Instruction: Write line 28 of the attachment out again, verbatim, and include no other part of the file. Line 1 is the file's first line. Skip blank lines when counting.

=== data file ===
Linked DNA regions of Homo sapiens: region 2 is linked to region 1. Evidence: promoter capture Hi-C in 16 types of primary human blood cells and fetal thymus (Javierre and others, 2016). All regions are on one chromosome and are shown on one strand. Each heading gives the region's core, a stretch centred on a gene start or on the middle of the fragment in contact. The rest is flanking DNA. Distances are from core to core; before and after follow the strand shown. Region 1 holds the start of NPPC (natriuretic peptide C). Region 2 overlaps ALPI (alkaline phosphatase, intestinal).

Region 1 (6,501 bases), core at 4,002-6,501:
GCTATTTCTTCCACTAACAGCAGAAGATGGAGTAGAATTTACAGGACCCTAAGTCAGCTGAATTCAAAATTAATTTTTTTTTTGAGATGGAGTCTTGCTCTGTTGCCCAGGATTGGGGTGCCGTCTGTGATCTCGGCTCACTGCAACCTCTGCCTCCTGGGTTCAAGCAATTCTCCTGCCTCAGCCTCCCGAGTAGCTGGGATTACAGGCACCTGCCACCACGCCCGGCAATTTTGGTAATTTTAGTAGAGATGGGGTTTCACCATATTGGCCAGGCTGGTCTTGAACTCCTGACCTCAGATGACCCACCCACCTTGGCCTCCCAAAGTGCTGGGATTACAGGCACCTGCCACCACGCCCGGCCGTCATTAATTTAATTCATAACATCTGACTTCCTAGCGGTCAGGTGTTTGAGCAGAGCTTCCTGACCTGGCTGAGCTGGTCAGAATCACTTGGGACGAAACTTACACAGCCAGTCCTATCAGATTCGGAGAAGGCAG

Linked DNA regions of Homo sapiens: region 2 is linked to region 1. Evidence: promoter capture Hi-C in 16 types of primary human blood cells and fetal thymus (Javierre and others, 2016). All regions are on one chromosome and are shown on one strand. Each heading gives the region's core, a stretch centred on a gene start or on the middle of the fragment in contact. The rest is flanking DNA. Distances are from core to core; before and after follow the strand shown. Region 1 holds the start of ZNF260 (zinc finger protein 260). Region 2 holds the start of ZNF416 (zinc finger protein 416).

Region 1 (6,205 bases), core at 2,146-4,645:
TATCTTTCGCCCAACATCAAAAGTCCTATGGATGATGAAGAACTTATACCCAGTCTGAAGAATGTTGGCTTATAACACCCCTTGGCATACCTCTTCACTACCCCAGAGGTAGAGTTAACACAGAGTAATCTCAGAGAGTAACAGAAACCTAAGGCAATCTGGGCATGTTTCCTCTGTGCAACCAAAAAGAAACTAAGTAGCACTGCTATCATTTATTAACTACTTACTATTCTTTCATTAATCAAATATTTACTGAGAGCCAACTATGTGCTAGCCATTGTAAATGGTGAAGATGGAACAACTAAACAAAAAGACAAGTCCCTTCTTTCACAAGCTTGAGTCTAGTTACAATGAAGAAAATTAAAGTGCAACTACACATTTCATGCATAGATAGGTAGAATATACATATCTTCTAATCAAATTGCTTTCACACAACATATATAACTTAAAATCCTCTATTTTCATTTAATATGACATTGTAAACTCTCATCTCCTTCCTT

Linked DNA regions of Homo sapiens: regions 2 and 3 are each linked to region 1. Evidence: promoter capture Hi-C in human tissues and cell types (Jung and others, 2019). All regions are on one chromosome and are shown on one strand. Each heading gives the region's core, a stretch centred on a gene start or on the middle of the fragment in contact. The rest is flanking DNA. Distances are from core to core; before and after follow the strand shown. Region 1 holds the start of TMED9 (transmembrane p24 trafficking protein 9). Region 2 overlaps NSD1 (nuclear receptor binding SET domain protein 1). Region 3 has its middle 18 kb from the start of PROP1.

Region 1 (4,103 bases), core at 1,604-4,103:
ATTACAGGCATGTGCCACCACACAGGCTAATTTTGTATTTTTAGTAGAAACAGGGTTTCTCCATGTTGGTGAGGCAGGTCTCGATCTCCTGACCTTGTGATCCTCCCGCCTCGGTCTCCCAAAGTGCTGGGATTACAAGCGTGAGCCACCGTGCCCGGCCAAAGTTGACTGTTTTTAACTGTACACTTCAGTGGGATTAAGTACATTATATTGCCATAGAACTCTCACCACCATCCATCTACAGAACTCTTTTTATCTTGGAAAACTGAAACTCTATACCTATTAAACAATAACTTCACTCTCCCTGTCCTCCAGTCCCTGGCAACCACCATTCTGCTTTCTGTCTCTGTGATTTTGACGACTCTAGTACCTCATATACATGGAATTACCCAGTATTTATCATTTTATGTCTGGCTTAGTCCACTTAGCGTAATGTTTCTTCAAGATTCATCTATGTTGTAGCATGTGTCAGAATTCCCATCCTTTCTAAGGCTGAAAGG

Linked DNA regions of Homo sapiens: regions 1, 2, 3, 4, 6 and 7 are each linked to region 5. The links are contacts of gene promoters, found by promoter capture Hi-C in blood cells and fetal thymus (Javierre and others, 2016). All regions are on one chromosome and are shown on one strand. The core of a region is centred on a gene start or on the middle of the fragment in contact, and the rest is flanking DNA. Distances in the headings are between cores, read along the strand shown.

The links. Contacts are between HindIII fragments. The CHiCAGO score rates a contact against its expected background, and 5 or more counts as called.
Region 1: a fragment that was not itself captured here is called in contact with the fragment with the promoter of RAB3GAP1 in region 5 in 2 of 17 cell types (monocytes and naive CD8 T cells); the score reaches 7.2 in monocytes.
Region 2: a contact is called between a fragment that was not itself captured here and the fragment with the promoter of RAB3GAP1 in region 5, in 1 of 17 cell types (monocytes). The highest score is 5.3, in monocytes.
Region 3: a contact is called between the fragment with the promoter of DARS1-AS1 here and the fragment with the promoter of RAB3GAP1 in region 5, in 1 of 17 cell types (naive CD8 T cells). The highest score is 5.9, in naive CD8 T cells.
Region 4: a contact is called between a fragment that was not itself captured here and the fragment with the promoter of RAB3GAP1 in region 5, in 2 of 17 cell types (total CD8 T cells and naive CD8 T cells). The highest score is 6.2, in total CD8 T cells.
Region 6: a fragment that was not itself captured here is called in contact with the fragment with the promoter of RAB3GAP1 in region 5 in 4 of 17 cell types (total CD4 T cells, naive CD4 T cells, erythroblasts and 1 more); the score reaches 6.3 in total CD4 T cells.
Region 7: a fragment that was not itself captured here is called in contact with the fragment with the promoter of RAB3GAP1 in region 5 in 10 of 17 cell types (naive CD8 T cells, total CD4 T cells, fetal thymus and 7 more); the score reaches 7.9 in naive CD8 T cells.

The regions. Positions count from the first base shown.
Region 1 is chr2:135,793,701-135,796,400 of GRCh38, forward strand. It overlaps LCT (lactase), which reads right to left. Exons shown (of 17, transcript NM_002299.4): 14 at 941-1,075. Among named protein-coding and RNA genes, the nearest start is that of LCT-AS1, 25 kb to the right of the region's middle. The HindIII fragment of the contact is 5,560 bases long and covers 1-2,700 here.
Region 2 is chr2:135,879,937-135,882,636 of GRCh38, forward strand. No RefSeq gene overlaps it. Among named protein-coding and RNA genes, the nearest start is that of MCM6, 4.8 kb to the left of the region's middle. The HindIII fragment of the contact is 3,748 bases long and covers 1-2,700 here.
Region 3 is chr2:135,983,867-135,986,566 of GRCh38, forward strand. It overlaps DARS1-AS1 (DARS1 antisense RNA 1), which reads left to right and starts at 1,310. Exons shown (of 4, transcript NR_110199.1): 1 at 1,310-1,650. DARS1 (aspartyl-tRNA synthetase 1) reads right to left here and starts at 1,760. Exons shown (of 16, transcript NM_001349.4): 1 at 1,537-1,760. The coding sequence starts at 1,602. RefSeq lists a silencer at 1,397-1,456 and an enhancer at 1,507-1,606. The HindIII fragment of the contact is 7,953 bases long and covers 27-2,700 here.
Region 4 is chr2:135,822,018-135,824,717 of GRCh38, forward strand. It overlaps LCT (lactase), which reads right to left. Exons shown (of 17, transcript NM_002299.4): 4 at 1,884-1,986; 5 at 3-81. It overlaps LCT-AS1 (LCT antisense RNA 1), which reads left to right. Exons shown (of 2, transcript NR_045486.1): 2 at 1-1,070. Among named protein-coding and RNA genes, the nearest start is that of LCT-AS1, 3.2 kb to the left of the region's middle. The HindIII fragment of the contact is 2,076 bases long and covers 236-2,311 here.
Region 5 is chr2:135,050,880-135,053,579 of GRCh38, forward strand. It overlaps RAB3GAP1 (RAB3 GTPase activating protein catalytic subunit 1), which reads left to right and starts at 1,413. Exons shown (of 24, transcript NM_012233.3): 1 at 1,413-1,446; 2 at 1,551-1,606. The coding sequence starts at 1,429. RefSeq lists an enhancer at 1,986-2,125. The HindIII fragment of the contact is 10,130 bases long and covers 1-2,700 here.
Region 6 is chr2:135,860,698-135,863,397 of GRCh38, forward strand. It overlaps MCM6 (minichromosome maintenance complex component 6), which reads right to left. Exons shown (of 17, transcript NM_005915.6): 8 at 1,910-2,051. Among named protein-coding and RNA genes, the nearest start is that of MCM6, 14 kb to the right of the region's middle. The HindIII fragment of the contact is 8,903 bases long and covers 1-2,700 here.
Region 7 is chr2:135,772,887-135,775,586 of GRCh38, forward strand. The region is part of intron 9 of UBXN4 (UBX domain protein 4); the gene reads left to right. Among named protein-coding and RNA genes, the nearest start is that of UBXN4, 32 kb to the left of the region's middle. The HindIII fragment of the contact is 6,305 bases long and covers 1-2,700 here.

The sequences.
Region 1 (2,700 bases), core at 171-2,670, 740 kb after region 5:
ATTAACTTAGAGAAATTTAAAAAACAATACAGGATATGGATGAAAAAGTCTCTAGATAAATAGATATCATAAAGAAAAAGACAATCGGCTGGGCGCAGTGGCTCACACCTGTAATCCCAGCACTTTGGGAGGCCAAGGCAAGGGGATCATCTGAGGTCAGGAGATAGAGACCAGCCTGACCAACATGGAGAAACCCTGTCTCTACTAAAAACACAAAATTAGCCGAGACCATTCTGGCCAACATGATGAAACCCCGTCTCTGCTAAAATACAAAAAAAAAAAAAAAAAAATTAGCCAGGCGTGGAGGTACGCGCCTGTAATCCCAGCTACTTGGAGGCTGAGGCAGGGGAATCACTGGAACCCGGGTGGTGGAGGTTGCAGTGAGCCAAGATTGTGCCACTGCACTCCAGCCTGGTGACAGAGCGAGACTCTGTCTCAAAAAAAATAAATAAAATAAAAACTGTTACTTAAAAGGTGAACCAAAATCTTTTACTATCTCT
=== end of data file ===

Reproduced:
ATTAACTTAGAGAAATTTAAAAAACAATACAGGATATGGATGAAAAAGTCTCTAGATAAATAGATATCATAAAGAAAAAGACAATCGGCTGGGCGCAGTGGCTCACACCTGTAATCCCAGCACTTTGGGAGGCCAAGGCAAGGGGATCATCTGAGGTCAGGAGATAGAGACCAGCCTGACCAACATGGAGAAACCCTGTCTCTACTAAAAACACAAAATTAGCCGAGACCATTCTGGCCAACATGATGAAACCCCGTCTCTGCTAAAATACAAAAAAAAAAAAAAAAAAATTAGCCAGGCGTGGAGGTACGCGCCTGTAATCCCAGCTACTTGGAGGCTGAGGCAGGGGAATCACTGGAACCCGGGTGGTGGAGGTTGCAGTGAGCCAAGATTGTGCCACTGCACTCCAGCCTGGTGACAGAGCGAGACTCTGTCTCAAAAAAAATAAATAAAATAAAAACTGTTACTTAAAAGGTGAACCAAAATCTTTTACTATCTCT